Baby Driver, 2017.
Written and Directed by Edgar Wright.
Starring Ansel Elgort, Lily James, Kevin Spacey, Jamie Foxx, Jon Hamm, Jon Bernthal, and Eiza González.
After being coerced into working for a crime boss, a young getaway driver finds himself taking part in a heist doomed to fail.
Not too long ago as I was browsing my Twitter feed I saw writer/director Edgar Wright (Shaun of the Dead, Scott Pilgrim vs. the World) telling a group of contest winners at an advanced screening for Baby Driver to not go get popcorn (presumably the movie was about to begin) as the opening scene is apparently not to be missed.
They went anyway. They missed out. The world kept turning, and everyone that stayed (including future non-idiot moviegoers) witnessed what is already one of the most iconic openings for a film ever. Right off the bat, Edgar Wright establishes the madcap mixed tone for his heist crime/love story, as getaway driver Baby (Ansel Elgort of The Fault in Our Stars fame) rocks out in the chosen escape vehicle, shades on, humming along to lyrics, all with various objects like windshield wipers swinging back and forth in tune to the song. In the background, a bank is being robbed with innocent civilians being threatened and possibly murdered cold. Then the trio of criminals return for Baby to make the great escape, also set to that same beat. Baby Driver is the first movie of its kind and anything else that follows (unless it’s also directed by Edgar Wright) will only be a pale, soulless, bland imitation.
Stemming from an idea that Edgar Wright once utilized in a music video, Baby Driver is all about implementing licensed music to its greatest effect. Suffering from Tinnitus (a constant ringing in the eardrums leftover from a fatal childhood car accident that also took the lives of his parents), Baby maximizes usage out of numerous iPods to drown out the painful noise, playing songs often featuring lyrics and tempos that express his feelings and current mood. He even has a habit of making gestures and interacting with pedestrians on the street to further get into the song, subsequently placing the film on a tightrope between a musical and reality. There really is nothing quite like it, as Edgar Wright consistently experiments with what he can accomplish.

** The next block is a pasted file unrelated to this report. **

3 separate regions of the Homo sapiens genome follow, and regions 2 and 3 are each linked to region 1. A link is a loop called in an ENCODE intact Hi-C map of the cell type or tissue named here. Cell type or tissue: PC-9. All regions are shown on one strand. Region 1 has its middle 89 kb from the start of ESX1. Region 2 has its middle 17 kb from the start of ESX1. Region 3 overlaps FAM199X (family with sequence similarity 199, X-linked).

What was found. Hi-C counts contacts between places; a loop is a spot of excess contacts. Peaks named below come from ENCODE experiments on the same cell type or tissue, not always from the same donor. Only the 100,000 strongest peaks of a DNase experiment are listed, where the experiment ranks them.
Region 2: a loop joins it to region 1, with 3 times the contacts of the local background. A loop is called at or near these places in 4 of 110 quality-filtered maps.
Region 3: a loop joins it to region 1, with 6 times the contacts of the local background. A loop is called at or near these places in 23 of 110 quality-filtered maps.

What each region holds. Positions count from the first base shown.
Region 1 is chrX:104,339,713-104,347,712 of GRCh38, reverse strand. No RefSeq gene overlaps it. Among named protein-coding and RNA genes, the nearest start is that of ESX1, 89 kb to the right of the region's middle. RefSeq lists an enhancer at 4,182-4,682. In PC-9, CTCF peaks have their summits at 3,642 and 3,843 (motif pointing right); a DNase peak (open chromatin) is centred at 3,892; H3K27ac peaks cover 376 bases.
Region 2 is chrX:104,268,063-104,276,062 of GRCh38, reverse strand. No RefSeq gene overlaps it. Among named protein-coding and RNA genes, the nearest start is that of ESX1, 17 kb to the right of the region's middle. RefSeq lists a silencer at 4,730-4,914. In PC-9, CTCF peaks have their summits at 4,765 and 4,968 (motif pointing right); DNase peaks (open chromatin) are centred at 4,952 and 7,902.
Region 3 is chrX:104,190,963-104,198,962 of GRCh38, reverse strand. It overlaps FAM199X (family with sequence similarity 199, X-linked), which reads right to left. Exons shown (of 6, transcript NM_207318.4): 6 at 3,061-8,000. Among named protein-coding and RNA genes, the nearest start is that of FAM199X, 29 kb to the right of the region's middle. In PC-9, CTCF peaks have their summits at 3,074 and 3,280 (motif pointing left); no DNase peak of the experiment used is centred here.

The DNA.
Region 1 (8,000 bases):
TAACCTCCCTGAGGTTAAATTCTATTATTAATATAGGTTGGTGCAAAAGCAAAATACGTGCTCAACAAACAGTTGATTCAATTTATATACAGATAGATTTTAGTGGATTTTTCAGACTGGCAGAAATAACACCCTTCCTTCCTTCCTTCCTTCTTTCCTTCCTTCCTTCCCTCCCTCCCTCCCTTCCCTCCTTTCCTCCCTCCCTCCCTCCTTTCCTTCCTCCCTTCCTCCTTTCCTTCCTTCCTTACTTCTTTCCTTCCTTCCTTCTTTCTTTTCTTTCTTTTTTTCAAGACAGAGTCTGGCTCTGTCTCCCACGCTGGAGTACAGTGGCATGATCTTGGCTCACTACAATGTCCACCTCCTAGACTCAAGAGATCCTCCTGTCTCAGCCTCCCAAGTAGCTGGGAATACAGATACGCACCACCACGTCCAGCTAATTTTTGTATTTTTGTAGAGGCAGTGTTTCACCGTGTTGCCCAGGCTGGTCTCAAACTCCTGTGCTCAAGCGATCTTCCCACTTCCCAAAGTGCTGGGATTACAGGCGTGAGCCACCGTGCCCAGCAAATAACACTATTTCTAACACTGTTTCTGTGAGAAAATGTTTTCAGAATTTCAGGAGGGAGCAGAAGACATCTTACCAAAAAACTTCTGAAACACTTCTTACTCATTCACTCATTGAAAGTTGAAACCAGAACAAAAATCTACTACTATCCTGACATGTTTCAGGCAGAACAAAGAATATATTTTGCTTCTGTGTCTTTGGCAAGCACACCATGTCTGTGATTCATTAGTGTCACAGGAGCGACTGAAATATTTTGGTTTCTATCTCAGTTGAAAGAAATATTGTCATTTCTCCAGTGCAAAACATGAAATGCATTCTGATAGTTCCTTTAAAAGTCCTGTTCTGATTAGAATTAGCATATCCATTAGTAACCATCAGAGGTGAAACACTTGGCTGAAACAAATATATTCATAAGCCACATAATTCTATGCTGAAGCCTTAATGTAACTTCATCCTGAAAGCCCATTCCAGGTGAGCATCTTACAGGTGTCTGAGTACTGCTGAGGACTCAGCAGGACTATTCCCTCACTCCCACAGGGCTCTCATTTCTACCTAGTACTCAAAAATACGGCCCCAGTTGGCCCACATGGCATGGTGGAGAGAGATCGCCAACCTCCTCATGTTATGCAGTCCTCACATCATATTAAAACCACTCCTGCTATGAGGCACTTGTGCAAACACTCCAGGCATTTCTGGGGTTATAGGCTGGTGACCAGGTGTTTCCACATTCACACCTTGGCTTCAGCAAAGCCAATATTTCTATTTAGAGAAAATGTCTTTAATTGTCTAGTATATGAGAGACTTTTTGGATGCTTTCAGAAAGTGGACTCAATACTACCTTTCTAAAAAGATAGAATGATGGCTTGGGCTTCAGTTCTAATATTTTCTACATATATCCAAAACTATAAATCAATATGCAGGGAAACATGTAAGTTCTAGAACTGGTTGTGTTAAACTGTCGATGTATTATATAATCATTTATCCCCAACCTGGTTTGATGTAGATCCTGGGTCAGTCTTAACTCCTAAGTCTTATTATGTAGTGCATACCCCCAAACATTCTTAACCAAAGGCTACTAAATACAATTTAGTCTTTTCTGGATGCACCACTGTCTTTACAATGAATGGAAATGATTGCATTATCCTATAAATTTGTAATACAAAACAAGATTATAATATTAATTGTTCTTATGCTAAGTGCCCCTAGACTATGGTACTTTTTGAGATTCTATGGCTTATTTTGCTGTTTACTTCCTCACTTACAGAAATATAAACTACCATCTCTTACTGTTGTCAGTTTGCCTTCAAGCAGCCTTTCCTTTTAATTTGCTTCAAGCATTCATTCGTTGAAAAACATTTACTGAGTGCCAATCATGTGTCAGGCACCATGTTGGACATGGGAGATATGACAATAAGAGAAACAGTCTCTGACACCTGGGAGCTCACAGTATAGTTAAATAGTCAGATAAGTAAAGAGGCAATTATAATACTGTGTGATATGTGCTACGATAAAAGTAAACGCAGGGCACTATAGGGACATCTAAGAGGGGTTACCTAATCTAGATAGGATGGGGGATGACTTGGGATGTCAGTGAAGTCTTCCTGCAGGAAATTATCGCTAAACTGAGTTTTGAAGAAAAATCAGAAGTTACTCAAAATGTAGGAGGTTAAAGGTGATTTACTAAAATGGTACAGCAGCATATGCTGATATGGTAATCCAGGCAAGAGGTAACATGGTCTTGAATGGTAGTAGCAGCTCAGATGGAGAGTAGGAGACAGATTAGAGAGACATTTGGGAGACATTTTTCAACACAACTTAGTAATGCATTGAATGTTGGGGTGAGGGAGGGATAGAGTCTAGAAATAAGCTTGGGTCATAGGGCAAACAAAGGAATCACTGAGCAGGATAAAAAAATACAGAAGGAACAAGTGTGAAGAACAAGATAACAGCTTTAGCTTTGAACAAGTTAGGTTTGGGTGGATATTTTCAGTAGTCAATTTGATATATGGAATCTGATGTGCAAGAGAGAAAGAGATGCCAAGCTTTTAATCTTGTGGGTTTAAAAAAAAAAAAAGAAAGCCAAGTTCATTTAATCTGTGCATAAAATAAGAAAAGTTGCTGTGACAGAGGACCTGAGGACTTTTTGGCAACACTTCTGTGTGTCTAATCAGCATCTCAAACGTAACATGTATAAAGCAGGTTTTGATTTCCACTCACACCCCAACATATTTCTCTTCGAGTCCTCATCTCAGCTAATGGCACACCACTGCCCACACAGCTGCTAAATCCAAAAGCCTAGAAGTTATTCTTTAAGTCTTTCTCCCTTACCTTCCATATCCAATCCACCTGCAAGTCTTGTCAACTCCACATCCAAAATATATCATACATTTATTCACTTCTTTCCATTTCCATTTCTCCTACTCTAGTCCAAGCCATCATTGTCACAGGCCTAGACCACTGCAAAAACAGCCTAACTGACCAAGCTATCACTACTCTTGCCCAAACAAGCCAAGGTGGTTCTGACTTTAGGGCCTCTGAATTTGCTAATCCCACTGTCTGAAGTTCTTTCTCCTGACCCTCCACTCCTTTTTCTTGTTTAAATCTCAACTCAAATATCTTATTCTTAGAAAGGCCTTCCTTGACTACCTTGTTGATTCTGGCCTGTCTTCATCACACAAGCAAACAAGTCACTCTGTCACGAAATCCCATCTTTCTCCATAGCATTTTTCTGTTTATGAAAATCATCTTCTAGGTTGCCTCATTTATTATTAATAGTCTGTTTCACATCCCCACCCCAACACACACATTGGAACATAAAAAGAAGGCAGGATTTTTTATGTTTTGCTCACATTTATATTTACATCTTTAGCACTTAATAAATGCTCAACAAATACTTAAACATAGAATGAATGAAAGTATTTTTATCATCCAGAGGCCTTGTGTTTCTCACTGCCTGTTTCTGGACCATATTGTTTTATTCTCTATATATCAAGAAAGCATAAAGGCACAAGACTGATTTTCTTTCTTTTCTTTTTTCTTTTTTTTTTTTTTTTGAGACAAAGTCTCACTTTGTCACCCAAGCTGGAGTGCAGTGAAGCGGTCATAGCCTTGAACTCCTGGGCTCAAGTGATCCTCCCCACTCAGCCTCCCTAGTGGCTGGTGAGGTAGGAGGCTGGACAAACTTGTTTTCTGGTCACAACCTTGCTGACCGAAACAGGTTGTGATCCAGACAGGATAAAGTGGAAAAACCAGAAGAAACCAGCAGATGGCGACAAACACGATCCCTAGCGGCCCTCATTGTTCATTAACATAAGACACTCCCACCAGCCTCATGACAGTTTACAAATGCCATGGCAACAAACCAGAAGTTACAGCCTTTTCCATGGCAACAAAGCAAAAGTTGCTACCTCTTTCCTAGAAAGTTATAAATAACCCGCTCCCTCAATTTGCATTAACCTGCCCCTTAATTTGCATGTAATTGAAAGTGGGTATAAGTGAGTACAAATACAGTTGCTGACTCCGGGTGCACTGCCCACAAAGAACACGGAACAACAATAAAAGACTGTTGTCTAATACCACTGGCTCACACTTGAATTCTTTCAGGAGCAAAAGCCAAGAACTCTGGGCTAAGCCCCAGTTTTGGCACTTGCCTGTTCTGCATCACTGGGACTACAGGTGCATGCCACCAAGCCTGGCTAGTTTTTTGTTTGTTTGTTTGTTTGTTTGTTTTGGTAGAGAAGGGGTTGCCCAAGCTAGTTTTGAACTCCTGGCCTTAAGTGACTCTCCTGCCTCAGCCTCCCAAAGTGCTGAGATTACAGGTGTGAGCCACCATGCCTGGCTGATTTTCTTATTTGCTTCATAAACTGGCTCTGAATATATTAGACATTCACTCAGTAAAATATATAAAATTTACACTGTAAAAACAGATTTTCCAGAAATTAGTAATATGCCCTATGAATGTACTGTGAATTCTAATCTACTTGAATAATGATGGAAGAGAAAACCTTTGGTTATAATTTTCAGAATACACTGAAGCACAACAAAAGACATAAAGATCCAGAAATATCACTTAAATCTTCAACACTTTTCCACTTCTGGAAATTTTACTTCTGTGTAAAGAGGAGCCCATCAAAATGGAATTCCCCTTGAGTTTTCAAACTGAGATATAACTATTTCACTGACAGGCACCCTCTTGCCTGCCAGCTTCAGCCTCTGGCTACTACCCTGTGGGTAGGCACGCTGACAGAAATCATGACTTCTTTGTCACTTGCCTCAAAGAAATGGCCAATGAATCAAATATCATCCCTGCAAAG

The answer is a lot, as the script isn’t very concerned with following any contemporary narrative structure, but rather bringing Baby from scene to scene differently taking advantage of the eclectic soundtrack. Whether it’s a warehouse shootout where EVERY SINGLE BULLET is fired off in conjunction to a funky beat, or a beloved rock song’s memorable guitar solo (I’m intentionally not spoiling any of the songs) blasting during a climactic vehicular parking garage battle, Baby Driver takes its concept and finds new and impressive ways to wow.
Luckily for Edgar Wright (this is even mentioned in the movie), there are a lot of songs using “Baby”. Naturally, it gives the filmmaker great pull to use a wide variety of songs and genres to get inside the character’s head space. There are also songs about Debora, the stunning beautiful waitress he falls for played by Lily James; the scenes where the two bond are just as creative and stylish as any moment of chaos. Lily also turns in a fantastic performance, as her smile and seductively wide-eyed expressions, along with her equally passionate fascination for music, make the couple easy to cheer on.